This forces him to sit down and actually think about what he's done, and what sort of person he'd like to be. And in that answer Jane Foster comes into play - one of the first people he'd met on Earth. Thor admires her in her dedication to her work, her personality, patience, and willingness to accept that there is more to the universe that meets the eye. Quite taken with her, she teaches him that there is more to the universe than Asgard, that the people of the realms he has traditionally looked down upon as lesser beings in need of defense as equal to Asgardians in potential and value. He is inspired by her humbleness and very humanity, so much so that a combination of her influence and the circumstances around him strip his ego and pride away.

That's not to say that he doesn't consider himself highly, but now Thor is willing to do things that he never would have before. Self-sacrifice, refusing to act rashly unless goaded into it by well picked insults, and the overall idea that every single living being is worth protecting - including the people he was so willing to wipe from the universe at the beginning of the movie. He is now capable of self reflecting, of looking past his own nose at those around them, though he's still incredibly new at it and therefore isn't the best.

Think of post-movie Thor as a slightly overeager puppy who means well but may occasionally knock over a potted plant or something until he gets into a fight with a cat we'll call Loki because it clawed at Thor's nose continually and all hell breaks loose.

Abilities & WeaknessesEdit

Thor, as a member of an alien race and wielding a mythical weapon, is a pretty heavy hitter when it comes to combat. Gifted with superhuman strength, stamina, and metabolism, he's had literally centuries to hone his combat skills. He can also breathe in space, as far as anyone has been able to tell. But the major part of his power comes from the hammer he wields - Mjolnir. It allows him to fly, to call down lightning and inflict massive amounts of damage if he puts his full force into slamming it into things. It will send giants flying with a blow, deflect energy beams, and generally just level out massive amounts of damage. Made of a material called Uru, it is one of the hardest things in the universe and can only be shattered by meeting something as equally hard as it in combat - not by magic or by energy blasts.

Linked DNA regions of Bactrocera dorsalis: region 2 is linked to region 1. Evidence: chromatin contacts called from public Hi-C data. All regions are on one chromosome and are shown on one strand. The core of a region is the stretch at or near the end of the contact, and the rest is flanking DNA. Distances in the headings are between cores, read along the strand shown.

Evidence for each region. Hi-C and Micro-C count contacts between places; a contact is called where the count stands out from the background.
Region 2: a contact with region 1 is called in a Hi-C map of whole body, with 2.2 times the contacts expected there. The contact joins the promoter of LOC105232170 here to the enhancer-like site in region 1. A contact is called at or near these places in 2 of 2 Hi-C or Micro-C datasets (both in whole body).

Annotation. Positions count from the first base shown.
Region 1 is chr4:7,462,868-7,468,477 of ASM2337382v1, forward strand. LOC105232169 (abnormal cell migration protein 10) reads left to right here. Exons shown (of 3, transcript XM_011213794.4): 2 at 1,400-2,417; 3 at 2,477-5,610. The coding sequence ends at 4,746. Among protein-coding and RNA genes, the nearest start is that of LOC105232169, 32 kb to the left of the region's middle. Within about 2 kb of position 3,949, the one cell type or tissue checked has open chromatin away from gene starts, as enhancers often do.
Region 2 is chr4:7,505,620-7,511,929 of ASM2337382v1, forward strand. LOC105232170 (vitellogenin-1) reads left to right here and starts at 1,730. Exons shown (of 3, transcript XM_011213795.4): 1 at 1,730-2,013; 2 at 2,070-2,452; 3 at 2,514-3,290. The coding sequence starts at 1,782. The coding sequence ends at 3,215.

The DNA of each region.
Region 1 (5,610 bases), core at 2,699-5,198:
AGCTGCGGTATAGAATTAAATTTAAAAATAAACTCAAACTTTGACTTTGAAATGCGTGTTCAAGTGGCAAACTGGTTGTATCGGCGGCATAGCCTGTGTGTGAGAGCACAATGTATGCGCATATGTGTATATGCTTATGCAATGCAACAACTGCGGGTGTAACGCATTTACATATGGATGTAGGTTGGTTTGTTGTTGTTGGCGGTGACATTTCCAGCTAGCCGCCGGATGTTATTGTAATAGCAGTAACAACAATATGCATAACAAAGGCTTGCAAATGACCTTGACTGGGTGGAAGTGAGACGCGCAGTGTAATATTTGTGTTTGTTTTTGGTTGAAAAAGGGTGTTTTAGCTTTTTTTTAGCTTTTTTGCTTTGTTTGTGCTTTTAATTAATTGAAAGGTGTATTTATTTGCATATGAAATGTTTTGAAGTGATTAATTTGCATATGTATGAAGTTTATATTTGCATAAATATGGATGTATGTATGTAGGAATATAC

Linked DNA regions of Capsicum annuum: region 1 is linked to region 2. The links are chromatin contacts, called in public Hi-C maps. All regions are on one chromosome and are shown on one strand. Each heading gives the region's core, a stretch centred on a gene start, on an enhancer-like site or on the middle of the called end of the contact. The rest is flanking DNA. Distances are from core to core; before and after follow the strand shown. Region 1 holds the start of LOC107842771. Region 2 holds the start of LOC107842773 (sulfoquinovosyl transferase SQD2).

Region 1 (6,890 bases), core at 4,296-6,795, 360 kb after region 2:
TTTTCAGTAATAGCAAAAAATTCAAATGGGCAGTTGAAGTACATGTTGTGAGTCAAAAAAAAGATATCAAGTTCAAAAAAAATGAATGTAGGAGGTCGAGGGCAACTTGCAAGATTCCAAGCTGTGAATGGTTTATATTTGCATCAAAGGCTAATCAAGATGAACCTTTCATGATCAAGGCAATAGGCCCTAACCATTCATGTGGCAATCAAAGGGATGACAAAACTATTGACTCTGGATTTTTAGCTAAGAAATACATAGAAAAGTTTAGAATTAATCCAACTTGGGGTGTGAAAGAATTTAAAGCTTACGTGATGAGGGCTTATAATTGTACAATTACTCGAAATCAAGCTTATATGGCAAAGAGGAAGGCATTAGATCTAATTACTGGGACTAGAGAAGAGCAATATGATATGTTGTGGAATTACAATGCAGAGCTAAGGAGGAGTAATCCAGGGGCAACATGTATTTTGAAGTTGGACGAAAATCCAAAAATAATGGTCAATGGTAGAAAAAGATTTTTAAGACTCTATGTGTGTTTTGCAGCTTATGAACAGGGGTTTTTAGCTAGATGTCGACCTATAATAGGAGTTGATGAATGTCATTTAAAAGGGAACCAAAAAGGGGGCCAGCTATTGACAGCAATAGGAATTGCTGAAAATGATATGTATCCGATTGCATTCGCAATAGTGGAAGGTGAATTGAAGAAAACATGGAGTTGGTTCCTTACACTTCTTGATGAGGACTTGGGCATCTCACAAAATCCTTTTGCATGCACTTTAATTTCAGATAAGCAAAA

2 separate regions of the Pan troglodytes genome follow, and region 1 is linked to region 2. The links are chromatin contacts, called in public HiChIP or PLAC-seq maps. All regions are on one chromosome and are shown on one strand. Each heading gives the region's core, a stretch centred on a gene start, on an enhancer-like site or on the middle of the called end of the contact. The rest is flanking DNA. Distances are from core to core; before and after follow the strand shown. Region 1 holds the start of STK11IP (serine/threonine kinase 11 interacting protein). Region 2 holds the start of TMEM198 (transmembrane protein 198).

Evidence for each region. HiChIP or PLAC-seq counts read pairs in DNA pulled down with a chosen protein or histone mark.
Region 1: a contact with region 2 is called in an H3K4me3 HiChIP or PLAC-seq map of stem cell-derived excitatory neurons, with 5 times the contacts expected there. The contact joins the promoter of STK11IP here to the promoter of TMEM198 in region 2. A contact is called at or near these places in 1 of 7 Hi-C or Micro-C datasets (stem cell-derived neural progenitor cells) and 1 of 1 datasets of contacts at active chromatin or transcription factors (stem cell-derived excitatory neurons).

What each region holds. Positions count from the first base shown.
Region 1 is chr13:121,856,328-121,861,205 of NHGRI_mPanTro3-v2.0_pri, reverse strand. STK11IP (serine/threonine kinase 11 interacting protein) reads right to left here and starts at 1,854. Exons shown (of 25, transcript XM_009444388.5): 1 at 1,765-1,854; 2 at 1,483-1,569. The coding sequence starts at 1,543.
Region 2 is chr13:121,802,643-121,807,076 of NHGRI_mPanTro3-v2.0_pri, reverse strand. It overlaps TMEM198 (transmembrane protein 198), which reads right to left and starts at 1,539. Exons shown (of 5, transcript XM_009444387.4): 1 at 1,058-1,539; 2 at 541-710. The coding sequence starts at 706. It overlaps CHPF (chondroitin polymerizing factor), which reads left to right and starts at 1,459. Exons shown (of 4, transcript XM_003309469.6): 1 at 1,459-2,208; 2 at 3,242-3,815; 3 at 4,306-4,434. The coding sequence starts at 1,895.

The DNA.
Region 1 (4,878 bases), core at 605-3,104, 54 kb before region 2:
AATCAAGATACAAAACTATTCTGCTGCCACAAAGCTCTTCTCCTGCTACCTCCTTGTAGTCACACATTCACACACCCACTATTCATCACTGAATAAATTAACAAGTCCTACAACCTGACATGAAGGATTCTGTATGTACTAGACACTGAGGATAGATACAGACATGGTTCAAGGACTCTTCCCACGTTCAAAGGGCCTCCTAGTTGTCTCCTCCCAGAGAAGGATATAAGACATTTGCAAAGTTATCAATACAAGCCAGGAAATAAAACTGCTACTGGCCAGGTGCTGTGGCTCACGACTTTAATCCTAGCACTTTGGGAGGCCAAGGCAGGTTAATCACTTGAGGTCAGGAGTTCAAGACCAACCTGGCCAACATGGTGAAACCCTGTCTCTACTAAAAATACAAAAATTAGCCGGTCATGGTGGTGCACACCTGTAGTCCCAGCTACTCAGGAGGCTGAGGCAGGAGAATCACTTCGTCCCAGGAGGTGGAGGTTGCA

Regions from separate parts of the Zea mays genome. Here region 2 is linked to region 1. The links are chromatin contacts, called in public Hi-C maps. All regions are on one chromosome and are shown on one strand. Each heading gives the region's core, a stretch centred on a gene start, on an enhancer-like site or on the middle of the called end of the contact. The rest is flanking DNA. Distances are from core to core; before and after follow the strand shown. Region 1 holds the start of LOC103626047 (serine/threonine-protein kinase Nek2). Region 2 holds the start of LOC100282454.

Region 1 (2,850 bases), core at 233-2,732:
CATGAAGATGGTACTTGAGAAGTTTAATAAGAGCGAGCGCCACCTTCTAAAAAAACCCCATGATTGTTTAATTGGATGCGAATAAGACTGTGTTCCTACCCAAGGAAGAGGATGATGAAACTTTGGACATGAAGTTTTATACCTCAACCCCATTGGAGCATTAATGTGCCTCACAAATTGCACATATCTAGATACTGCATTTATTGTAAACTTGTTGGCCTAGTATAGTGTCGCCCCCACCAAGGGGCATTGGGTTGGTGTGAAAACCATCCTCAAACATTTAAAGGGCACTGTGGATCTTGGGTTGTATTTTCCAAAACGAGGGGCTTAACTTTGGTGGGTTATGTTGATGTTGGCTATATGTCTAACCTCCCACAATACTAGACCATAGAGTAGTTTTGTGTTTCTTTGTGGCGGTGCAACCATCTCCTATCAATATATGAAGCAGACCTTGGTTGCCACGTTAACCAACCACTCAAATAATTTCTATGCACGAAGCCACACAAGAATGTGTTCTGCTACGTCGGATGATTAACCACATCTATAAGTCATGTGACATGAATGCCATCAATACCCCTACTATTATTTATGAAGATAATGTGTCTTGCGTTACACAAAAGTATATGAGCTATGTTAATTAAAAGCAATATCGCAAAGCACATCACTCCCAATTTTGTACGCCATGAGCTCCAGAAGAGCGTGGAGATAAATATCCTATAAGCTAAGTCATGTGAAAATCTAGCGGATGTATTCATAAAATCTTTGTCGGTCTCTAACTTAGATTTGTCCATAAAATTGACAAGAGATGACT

Take away his hammer and you take away a good chunk of Thor's power. Not that he's not perfectly capable of fighting hand to hand, because oh yes he is and when coupled with the natural superhuman strength of all Asgardians he's a force to be reckoned with. But Mjolnir is his main weapon and it can only be lifted and wielded by those who are 'worthy' enough. (Captain America stands out as the one notable and applicable individual) And while he's gotten much better about not rising to the bait, his temper still has a chance to get the better of him, especially when innocents are at risk.

Suggested power limitations are that he's not allowed that he can no longer shatter the crust of planets with his hammer, or level cities (though it's debatable if he can actually do that or if it was a side effect of the planet he does it to as being made entirely of ice). It should be noted that the only time Thor would go full out in fighting anymore is in self defense rather than as a preemptive attack and that he's more restrained even when he does, taking civilian lives into consideration. Sacrosanct will still allow Thor to fly, but will have its damage capabilities limited--it will be able to destroy something about the size of a house, but anything larger than that will take time and a lot of work on Thor's part. Likewise, it will still be able to summon lightning, but will draw the electricity from Sacrosanct itself, and after a single 'hit' will have burned out the power conduits in the area and be unable to do so again. In the Garden Zones, Thor will only be able to call lightning if it is already stormy.

Character RelationshipsEdit